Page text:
aka The Slow Cook
I had originally intended to focus in this post on the cottage cheese you see in the photo. Serving cheese products seems like a great way to address the concerns of parents that kids aren't getting enough calcium. But then the apple juice on this tray caught my eye and I wondered what would happen if you removed it, since it contains so much sugar (2.5 teaspoons in a 4-ounce serving, or about the same as Coca-Cola).
But then I started to add up the calories in this meal, which Chartwells offers at my daughter's elementary school as the cold alternate breakfast on Thursdays. Under D.C.'s "Healthy Schools Act," schools must serve children in pre-kindergarten through eighth grade a minimum 350 calories for breakfast. The Kix, with four grams of sugar, contain just 70 calories, the low-fat milk 110 calories, the apple juice 55 calories and the cottage cheese I'm guessing around 45 calories. (It looks to be about one-quarter cup).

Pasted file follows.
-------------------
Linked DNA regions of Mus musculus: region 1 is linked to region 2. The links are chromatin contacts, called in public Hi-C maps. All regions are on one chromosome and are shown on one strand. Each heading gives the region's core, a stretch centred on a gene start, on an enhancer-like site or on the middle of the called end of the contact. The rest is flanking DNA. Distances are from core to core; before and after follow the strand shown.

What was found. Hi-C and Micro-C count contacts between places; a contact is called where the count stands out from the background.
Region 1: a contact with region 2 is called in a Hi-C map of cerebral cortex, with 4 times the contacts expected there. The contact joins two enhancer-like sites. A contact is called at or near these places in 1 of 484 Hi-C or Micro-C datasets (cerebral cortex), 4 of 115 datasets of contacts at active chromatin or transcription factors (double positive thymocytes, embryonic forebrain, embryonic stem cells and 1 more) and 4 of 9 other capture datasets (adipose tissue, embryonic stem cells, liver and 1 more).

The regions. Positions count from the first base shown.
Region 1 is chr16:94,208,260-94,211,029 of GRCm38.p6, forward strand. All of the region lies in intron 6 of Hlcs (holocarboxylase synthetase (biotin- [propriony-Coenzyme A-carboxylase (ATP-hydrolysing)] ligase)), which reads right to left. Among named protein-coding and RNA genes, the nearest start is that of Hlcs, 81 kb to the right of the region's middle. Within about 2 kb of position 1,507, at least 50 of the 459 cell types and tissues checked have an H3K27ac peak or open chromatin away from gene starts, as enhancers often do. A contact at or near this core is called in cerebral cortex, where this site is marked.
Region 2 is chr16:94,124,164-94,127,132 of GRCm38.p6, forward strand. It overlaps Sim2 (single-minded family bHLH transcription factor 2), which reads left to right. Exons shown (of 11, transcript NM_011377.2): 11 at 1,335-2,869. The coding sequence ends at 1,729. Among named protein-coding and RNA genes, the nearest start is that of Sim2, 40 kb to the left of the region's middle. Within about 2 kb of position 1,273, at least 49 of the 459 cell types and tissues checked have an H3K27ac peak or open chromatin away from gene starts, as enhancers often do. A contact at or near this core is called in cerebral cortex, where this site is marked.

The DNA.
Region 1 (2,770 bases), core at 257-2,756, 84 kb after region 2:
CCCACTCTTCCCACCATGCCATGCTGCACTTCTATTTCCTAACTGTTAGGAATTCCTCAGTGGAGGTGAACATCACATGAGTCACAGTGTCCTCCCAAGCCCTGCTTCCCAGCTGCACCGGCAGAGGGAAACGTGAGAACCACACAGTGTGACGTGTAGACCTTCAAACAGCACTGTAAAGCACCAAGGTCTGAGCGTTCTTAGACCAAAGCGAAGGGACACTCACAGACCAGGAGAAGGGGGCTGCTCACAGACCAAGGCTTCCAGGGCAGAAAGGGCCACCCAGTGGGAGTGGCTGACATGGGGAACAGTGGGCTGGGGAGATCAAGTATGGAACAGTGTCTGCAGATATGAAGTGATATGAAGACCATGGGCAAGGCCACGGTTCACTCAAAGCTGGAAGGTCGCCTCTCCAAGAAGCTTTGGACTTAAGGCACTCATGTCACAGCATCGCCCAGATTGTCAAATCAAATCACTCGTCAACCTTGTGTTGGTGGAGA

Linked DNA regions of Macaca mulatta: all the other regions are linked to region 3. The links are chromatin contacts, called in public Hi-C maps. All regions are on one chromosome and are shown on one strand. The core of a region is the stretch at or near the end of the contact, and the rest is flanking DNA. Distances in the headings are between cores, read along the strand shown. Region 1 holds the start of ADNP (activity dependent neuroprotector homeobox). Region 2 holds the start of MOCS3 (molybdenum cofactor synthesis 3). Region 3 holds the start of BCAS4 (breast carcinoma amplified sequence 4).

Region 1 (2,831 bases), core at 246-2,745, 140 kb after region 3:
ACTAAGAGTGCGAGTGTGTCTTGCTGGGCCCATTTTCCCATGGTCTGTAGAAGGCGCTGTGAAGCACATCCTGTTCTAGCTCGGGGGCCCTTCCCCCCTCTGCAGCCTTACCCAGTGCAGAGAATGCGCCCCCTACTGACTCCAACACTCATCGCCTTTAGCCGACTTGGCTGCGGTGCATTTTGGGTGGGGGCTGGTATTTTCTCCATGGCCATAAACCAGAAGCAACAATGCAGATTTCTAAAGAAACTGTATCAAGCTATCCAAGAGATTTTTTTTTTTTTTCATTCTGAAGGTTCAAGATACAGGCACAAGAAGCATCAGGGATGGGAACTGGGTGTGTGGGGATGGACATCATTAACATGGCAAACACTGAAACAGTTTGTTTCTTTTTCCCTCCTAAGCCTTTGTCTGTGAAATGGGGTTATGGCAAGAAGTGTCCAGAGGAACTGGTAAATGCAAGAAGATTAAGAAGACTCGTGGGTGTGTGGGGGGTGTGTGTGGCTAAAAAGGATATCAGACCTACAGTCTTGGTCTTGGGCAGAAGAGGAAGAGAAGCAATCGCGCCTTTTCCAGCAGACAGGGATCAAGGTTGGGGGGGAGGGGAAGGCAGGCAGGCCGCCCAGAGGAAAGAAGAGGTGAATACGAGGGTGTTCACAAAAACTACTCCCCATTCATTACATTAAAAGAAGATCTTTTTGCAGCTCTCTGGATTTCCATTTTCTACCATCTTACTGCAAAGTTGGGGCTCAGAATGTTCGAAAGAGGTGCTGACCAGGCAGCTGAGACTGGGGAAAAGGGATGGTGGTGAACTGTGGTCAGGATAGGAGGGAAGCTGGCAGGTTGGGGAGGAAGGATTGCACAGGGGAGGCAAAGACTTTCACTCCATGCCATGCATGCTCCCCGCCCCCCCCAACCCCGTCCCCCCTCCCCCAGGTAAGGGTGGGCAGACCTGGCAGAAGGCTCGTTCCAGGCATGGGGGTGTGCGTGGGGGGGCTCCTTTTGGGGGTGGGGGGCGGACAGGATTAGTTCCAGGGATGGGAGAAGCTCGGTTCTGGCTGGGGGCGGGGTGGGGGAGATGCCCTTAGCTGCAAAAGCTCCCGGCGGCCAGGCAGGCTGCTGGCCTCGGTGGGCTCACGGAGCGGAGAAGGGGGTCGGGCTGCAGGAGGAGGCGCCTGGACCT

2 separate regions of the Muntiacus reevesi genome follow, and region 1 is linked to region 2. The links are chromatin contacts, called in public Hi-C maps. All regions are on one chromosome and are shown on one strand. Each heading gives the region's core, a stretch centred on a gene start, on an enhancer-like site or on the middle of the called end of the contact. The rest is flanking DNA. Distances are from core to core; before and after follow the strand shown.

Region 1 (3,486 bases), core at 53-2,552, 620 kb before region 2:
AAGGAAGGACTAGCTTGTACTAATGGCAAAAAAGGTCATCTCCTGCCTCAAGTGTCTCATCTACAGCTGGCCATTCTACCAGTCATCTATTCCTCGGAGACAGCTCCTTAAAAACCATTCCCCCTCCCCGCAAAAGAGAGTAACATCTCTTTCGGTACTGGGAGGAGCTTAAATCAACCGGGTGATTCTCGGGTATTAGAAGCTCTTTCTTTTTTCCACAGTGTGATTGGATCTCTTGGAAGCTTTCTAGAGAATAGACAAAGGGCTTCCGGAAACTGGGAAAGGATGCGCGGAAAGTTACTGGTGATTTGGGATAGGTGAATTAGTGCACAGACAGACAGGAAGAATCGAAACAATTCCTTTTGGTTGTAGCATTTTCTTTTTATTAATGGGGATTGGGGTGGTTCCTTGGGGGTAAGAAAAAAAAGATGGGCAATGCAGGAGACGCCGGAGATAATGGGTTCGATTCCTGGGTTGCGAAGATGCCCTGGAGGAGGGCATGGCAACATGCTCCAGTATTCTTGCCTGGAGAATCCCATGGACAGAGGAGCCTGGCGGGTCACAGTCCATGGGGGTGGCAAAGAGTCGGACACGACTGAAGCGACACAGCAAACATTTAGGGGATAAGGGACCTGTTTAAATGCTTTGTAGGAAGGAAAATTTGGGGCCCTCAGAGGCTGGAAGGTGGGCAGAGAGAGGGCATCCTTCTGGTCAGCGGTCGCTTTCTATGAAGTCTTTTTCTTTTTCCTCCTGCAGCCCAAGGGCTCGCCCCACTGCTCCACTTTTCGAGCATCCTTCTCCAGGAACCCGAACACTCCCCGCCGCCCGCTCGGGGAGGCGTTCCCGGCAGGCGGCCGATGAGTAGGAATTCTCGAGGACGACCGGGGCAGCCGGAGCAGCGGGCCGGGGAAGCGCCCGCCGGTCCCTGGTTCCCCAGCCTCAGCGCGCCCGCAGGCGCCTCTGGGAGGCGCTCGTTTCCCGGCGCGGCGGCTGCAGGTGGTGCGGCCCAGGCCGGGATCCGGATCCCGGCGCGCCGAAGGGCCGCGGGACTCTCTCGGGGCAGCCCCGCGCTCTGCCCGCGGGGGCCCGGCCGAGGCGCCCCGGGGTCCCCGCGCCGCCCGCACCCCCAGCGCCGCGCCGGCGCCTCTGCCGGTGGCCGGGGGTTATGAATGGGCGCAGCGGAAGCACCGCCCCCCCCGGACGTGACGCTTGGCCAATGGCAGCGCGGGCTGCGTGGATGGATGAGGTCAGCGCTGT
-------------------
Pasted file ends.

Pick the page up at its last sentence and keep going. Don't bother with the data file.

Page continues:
With a total of 280 calories, this meal, by my reckoning, already falls short of the minimum prescribed by law. Take away the apple juice, with its dose of calories from fructose, and this breakfast would be 36 percent shy of the calories prevailing law says the schools should be serving every day.
That helps explain why school food service operations have become so addicted to sugar. Sugar adds a cheap boost of calories to meat meal program standards. But more than any other ingredient, sugar is linked to the current epidemic of childhood obesity, as well as health consequences such as elevated cholesterol and triglycerides, high blood pressure, atherosclerosis, and even non-alcoholic fatty liver disease in children.
Maybe that's why some schools are so desperate to hang onto flavored milk: not for the calcium and other nutrients, but for the calories that come with the added sugar.
What could you put on this tray that would satisfy the requirements for calories, would not add sugar, and wouldn't bust the food services budget?
7 years ago